Hearn’s third tune in the album’s runtime is “The National Park,” a spacy, thoughtful, and evocative ballad that once again draws on Hearn’s lived experiences in quite visceral way.This tune in particular is just a gorgeous intersection of lyricism, live-off-the-floor synergy, polished production, and clever arranging.

And those elements really do pervade through the entirety of Detour de Force in such a tasteful and interesting way, and it really does speak to the journey that not only the quartet has been on in making the record, but the journey of the album’s evolution itself. It’s real, but it’s big. It’s thoughtful, but it’s fun. It’s a triumphant effort, and it also highlights the best of what BNL is as a fully collaborative and exceptionally-talented group of musicians. Ultimately, it’s the perfect record to tie the knot on this pandemic as we flip into a brighter future.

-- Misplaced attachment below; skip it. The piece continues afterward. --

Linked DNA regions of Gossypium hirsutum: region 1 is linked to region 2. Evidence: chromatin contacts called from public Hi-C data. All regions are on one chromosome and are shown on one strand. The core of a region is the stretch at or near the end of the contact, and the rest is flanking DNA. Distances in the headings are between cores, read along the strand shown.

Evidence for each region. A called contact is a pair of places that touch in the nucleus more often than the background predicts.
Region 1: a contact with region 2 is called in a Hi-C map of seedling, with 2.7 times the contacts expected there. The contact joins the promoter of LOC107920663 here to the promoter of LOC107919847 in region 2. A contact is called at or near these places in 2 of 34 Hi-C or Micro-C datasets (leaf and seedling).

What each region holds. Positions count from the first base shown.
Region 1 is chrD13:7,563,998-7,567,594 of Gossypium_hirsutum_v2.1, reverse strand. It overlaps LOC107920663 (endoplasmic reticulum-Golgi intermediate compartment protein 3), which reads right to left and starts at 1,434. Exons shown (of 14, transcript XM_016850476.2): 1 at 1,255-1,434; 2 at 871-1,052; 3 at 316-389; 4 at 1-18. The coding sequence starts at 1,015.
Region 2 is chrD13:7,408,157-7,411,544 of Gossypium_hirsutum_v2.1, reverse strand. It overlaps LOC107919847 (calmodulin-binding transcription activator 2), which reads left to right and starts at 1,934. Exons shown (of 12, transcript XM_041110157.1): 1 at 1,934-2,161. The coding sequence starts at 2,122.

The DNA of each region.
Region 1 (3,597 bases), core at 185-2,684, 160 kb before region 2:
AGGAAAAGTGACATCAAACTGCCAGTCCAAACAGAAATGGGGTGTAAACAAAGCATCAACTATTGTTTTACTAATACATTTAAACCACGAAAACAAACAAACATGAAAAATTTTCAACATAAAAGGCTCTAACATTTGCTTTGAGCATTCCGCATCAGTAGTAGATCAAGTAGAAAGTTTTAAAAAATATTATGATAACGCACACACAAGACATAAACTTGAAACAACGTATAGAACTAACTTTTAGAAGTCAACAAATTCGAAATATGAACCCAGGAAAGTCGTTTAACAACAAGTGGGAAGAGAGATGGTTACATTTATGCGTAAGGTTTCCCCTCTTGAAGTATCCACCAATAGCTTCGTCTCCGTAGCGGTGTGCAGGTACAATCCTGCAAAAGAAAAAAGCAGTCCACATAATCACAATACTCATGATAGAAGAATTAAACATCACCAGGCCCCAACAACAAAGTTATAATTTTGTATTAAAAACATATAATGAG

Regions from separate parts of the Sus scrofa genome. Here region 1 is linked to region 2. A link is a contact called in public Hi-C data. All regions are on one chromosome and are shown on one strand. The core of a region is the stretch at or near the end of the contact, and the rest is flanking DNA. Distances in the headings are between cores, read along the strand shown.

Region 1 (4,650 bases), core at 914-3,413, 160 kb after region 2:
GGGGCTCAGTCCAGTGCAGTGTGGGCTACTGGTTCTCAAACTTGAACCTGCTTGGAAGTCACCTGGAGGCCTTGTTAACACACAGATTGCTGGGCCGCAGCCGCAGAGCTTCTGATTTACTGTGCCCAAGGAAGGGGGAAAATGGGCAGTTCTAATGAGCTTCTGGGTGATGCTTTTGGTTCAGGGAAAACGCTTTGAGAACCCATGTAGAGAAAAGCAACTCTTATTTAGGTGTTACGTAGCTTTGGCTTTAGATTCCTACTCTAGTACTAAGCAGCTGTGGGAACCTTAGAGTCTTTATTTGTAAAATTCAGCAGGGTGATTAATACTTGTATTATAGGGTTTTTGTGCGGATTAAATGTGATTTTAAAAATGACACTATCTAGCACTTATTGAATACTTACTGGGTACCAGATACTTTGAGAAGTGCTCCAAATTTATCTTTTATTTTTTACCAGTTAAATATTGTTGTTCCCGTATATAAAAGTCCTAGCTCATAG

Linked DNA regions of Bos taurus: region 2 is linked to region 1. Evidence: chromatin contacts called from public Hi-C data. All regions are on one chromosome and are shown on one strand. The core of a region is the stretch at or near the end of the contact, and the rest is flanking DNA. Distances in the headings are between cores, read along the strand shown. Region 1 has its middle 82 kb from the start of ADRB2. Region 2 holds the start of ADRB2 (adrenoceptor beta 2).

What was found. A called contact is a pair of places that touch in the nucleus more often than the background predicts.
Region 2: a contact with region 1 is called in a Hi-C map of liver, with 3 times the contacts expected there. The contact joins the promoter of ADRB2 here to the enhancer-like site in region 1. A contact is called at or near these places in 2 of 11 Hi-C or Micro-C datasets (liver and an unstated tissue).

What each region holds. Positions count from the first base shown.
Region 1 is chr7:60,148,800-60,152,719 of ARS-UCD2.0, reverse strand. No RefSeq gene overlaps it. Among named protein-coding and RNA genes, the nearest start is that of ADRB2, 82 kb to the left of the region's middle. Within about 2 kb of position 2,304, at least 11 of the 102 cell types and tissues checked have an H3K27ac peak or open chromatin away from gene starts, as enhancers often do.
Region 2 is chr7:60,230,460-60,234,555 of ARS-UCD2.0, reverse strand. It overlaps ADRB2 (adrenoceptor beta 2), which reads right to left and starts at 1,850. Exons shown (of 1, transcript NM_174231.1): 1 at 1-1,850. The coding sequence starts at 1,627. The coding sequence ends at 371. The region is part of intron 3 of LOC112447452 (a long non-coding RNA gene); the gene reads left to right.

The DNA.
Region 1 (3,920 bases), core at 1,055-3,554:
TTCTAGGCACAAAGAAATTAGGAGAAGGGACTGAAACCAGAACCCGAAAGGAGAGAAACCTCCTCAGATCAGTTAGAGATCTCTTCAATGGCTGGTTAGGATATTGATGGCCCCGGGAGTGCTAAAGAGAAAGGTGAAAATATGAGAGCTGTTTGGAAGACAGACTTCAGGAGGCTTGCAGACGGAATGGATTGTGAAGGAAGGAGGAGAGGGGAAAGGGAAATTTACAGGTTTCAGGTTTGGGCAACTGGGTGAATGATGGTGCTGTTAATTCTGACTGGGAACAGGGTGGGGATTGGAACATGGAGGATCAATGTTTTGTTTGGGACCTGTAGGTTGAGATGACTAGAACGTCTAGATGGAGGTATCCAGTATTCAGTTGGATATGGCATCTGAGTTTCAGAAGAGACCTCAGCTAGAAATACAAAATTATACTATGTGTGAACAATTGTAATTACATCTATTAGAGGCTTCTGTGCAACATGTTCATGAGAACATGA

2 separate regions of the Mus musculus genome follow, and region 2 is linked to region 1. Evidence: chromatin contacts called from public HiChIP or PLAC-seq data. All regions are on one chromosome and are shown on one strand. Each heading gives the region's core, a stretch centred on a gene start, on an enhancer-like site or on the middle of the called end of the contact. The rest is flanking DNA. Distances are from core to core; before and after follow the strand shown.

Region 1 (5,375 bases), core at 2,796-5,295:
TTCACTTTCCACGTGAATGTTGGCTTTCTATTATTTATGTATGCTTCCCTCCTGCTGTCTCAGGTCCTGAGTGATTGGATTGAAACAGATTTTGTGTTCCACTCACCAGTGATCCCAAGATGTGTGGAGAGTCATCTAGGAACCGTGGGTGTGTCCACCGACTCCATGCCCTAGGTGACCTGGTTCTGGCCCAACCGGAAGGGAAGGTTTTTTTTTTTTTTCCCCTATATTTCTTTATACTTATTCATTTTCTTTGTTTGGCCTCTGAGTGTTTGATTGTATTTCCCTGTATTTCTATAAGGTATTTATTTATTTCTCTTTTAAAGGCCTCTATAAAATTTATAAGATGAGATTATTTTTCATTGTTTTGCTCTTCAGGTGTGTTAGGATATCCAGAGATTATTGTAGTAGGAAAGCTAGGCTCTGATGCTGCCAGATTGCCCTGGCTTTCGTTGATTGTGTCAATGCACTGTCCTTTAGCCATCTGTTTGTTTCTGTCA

Andrew Leyenhorst is a Niagara-based freelance producer, mixer, recording engineer, and a Consulting Editor at Canadian Musician.